You gotta love Earth’s atmosphere. It basically makes life (as we know it) possible on our planet by providing warmth and air to breathe, as well as protecting us from nasty space things like radiation and smaller asteroids. But for studying space (i.e., astronomy) or coming back to Earth from space, the atmosphere is a pain.
Last year, we introduced you to freelance animator and storyboard artist Stanley VonMedvey, who started creating short, hand-drawn videos to explain a complex topic: how spacecraft work. These videos are wonderfully concise, clear and easy to understand. Plus Stan’s hand-drawn animations are incredible.
His series, “Stan Draws Spaceships” now has a new video that shows the complexities of how spacecraft return to Earth through our atmosphere, comparing the partially reusable Falcon 9 and fully reusable Skylon. Take a look below. Again, the hand-drawn animations are impeccable and Stan’s explanations are just captivating.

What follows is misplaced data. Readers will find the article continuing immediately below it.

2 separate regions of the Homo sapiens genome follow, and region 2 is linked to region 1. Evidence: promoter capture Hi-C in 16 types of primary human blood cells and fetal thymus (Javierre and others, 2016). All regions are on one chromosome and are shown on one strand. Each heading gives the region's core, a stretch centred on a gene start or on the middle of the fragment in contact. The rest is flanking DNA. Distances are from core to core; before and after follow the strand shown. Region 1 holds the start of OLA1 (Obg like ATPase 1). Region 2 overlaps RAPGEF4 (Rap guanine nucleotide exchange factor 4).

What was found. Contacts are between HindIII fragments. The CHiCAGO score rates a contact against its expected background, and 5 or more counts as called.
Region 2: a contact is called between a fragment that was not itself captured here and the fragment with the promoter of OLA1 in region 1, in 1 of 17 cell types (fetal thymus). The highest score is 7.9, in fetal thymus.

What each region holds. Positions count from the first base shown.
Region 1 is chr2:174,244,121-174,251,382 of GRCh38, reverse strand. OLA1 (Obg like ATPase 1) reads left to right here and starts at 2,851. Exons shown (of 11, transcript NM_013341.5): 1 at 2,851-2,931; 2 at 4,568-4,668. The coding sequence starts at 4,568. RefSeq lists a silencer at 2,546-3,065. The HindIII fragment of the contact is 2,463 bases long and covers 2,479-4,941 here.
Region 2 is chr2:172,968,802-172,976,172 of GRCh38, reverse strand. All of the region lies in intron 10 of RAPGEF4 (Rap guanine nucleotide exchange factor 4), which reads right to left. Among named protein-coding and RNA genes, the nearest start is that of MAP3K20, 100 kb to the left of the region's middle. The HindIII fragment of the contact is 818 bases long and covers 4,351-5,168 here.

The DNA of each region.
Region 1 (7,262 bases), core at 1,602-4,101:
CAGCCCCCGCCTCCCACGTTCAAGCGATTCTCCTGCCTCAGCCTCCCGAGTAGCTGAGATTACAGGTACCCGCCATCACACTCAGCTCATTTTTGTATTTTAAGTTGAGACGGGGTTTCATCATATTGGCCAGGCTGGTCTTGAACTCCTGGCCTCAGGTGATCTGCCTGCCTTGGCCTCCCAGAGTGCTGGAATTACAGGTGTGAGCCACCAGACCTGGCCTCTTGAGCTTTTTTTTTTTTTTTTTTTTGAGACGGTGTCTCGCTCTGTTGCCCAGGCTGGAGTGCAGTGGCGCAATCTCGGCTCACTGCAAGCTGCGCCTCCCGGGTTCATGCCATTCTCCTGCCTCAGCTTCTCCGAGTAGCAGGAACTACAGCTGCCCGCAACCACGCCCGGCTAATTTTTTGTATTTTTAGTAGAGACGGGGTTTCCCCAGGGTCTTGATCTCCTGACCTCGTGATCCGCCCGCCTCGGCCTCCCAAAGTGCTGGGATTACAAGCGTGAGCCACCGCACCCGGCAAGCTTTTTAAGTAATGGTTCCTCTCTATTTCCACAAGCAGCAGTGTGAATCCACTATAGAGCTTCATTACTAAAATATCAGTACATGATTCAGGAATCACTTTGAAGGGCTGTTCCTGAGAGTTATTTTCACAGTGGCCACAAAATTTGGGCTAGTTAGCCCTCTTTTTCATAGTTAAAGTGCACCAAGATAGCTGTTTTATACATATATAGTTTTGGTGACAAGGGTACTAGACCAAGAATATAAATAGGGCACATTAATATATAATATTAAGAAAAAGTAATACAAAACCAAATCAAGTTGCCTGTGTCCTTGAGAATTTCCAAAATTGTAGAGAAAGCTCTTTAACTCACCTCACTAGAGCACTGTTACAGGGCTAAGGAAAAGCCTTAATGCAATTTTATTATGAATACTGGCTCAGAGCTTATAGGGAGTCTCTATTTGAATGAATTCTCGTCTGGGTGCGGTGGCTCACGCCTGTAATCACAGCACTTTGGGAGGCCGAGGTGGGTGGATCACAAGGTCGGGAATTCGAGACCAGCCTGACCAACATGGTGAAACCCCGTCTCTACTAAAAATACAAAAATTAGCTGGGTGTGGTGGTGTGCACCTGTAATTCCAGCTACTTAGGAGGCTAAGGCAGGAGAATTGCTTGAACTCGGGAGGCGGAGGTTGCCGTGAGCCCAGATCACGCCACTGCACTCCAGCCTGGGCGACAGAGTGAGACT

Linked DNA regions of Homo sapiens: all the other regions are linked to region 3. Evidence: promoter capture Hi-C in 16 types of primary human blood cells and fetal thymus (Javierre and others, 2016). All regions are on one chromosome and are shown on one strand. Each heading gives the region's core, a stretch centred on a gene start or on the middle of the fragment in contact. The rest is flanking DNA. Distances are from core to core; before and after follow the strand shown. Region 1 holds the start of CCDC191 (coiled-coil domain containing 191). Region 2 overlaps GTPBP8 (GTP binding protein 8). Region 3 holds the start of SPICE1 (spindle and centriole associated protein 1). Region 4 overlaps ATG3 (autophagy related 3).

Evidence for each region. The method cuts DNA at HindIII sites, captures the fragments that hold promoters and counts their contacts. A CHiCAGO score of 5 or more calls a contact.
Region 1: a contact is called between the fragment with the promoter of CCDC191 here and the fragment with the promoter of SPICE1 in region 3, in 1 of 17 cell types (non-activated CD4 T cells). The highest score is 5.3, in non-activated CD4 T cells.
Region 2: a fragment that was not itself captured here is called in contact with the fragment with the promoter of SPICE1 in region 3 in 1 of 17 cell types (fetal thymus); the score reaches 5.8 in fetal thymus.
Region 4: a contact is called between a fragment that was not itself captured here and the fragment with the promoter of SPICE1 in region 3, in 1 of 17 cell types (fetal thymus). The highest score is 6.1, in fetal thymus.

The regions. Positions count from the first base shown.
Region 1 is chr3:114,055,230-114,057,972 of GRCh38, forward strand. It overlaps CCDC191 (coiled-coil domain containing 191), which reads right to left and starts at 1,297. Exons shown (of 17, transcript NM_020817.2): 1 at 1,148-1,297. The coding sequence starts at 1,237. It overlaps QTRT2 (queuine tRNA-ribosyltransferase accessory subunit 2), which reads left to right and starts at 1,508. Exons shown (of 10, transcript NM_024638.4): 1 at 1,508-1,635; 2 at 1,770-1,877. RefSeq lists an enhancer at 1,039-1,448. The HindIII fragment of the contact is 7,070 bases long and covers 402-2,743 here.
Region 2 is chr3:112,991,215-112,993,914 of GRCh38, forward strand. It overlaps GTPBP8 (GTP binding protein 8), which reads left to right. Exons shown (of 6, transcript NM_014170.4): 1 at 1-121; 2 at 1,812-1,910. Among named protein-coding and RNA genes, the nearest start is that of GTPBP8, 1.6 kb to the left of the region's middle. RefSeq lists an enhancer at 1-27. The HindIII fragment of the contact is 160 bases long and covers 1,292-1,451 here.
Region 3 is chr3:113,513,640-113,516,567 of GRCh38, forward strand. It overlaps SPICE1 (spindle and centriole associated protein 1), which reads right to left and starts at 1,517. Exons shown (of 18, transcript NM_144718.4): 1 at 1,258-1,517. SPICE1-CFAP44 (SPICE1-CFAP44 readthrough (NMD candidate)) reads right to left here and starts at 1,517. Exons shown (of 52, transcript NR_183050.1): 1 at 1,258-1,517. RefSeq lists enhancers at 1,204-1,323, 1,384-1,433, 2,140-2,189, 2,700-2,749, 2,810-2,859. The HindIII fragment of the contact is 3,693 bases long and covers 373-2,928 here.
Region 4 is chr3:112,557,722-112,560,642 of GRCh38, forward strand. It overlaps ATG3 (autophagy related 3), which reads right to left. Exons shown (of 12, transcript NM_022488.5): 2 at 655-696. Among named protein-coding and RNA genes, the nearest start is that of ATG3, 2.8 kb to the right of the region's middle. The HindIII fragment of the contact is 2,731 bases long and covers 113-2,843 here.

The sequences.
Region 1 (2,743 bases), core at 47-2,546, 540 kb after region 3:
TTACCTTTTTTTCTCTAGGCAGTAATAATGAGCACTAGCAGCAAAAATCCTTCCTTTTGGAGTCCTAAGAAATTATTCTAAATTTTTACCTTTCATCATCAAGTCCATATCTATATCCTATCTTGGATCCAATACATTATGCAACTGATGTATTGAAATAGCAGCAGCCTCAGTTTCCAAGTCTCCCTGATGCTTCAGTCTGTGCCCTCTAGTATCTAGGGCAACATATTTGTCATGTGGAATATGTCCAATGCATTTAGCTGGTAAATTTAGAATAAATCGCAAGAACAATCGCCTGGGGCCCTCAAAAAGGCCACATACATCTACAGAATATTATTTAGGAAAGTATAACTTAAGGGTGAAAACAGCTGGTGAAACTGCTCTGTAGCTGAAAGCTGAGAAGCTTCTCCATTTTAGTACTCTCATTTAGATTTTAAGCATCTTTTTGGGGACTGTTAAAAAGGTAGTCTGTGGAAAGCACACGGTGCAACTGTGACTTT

I was trying to think of sufficient accolades for Stan’s work, but I can’t do any better than one commentor on Stan’s YouTube Channel. MarsLettuce said, “The attention to detail here is insane. The air intake being shorn off by drag was especially great. The sequence of her hands making the paper plane was subdued, but it added a lot. The characters were really well done, too. I love the reaction of Stan being hit by the paper airplane. It’s hilarious.”
He describes himself as “completely obsessed with and fascinated by space exploration,” and he wants to share what he’s learned over the years about spaceflight.
Stan would like the opportunity and resources to make more videos, and has started a Patreon page to help in this process. Right now, he creates the videos on his own (he told us he uses the time-honored home-recording technique of draping a blanket over his head) in his home office. It takes him roughly 2.5 months to produce a 5 minute episode.
“I’d like to make a lot more videos,” he writes on Patreon, “explaining things like Hohmman transfers and laser propulsion and the construction techniques of O’Neill cylinders. I want to make long form videos (2-3 minutes) that explain a general idea, and short form videos (30 seconds) that cover a single word, like “ballistics” or “reaction control.”